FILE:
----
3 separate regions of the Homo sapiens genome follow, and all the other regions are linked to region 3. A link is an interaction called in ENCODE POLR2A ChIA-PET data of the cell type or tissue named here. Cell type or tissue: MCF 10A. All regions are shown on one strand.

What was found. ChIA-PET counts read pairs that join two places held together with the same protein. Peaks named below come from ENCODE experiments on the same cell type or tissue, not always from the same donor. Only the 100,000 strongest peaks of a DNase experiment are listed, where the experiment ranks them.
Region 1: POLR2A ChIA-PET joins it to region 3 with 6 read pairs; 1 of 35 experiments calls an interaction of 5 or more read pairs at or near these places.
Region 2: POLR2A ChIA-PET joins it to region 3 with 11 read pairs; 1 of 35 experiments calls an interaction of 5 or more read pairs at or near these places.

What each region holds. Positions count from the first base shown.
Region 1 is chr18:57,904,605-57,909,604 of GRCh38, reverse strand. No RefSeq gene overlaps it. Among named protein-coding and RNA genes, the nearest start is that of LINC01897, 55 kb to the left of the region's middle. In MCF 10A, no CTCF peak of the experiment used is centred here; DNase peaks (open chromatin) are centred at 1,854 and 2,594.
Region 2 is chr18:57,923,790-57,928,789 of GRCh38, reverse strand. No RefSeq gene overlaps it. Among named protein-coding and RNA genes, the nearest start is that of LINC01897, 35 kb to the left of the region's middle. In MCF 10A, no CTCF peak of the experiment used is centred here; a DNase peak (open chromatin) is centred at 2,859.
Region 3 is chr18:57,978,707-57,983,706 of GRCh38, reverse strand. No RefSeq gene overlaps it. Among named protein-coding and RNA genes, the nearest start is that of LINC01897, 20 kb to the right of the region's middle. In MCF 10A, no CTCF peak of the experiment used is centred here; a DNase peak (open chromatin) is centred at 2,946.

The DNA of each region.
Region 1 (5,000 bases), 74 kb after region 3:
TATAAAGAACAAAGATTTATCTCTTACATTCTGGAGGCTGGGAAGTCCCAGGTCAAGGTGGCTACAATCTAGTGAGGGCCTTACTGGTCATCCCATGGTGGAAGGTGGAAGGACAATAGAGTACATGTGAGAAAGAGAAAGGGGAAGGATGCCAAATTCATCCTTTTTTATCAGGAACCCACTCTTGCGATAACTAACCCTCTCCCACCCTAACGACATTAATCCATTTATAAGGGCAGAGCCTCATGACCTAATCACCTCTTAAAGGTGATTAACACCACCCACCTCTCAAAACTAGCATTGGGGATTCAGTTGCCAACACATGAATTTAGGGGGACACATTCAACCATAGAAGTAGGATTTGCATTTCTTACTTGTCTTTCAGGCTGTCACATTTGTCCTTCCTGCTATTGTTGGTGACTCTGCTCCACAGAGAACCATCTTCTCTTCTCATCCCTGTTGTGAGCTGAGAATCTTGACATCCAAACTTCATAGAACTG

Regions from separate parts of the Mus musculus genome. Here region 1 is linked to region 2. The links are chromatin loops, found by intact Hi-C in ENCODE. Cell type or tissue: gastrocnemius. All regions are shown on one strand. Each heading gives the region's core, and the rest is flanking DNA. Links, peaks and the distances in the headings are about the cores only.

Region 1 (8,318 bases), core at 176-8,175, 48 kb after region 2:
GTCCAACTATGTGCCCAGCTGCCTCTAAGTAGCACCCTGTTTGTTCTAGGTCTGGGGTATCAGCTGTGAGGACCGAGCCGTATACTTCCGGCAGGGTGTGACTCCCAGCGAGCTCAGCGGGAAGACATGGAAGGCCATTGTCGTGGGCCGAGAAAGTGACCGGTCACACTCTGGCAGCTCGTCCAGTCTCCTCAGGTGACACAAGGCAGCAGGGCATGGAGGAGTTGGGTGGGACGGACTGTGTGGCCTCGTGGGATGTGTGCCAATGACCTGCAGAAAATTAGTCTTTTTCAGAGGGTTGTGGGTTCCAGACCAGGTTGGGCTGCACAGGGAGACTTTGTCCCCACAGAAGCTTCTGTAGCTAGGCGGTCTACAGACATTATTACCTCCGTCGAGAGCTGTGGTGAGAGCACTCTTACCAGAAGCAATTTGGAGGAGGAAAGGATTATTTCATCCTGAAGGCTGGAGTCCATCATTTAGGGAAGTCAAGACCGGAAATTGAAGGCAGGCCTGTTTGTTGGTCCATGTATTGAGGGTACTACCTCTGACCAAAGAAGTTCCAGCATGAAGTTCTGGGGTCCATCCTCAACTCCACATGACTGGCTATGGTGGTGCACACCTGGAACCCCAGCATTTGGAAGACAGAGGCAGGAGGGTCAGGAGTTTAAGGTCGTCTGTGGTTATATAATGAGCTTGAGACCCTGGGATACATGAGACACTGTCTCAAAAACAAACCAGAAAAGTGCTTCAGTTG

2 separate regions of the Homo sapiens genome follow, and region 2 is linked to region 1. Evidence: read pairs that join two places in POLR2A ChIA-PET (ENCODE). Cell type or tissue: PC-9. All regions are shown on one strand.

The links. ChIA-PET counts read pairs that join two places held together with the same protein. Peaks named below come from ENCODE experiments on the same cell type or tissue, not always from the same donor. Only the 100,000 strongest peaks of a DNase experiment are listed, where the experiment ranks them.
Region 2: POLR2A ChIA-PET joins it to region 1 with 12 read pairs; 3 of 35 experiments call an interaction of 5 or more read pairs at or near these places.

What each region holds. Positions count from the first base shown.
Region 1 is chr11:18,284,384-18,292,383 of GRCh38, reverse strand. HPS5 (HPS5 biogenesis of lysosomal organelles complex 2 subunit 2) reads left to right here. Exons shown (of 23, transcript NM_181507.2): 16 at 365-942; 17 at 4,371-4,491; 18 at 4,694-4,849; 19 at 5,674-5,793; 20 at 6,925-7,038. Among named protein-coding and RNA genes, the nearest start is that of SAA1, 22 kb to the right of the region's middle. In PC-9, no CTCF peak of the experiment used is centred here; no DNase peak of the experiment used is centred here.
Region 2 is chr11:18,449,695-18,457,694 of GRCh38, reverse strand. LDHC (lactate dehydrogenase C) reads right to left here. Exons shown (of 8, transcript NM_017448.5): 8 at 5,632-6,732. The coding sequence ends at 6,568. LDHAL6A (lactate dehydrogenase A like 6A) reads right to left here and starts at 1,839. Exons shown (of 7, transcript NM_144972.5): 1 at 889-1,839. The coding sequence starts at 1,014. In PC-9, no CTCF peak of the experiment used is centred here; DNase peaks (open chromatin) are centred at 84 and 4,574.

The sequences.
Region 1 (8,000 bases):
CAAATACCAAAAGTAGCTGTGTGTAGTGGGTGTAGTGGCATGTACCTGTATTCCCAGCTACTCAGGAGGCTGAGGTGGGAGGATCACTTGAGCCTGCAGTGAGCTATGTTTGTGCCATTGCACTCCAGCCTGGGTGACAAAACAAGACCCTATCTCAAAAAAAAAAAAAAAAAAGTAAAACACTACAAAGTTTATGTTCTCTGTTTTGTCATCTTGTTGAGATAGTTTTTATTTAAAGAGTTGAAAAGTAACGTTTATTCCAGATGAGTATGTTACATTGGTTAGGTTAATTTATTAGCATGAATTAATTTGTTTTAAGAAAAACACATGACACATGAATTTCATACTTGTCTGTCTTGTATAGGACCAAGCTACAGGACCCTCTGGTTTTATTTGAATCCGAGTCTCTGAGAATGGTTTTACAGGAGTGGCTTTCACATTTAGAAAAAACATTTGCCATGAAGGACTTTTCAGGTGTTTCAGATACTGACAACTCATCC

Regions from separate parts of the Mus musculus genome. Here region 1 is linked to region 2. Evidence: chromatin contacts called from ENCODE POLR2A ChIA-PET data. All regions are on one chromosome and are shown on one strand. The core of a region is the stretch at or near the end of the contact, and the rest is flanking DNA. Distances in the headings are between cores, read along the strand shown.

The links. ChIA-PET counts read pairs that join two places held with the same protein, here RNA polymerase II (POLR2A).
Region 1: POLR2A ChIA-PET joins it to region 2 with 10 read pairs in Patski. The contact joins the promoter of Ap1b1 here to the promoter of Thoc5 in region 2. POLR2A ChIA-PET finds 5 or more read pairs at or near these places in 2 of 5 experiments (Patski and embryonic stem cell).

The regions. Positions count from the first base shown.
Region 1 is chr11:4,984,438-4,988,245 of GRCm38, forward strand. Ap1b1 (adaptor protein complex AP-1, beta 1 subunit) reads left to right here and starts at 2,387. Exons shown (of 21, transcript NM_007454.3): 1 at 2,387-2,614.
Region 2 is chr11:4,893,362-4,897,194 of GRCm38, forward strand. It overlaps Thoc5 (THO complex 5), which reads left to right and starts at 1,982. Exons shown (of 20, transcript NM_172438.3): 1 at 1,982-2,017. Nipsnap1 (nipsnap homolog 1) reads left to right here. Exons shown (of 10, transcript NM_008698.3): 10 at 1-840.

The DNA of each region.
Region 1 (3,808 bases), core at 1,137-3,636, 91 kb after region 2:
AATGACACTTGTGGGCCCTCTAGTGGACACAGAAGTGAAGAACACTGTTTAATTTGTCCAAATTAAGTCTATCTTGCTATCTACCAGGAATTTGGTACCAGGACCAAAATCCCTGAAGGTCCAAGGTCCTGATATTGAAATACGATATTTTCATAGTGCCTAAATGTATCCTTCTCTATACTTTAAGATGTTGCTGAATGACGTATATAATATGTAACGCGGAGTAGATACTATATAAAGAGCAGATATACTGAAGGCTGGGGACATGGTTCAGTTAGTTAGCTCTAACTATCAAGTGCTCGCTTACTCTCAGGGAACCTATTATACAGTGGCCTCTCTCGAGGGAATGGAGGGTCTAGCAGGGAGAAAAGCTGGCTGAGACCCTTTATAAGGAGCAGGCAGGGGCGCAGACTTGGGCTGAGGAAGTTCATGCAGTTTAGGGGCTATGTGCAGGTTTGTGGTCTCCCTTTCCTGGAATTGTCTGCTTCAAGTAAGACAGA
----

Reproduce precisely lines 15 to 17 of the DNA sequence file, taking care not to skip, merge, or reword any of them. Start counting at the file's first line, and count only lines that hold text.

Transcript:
2 separate regions of the Homo sapiens genome follow, and region 2 is linked to region 1. Evidence: read pairs that join two places in POLR2A ChIA-PET (ENCODE). Cell type or tissue: PC-9. All regions are shown on one strand.

The links. ChIA-PET counts read pairs that join two places held together with the same protein. Peaks named below come from ENCODE experiments on the same cell type or tissue, not always from the same donor. Only the 100,000 strongest peaks of a DNase experiment are listed, where the experiment ranks them.
Region 2: POLR2A ChIA-PET joins it to region 1 with 12 read pairs; 3 of 35 experiments call an interaction of 5 or more read pairs at or near these places.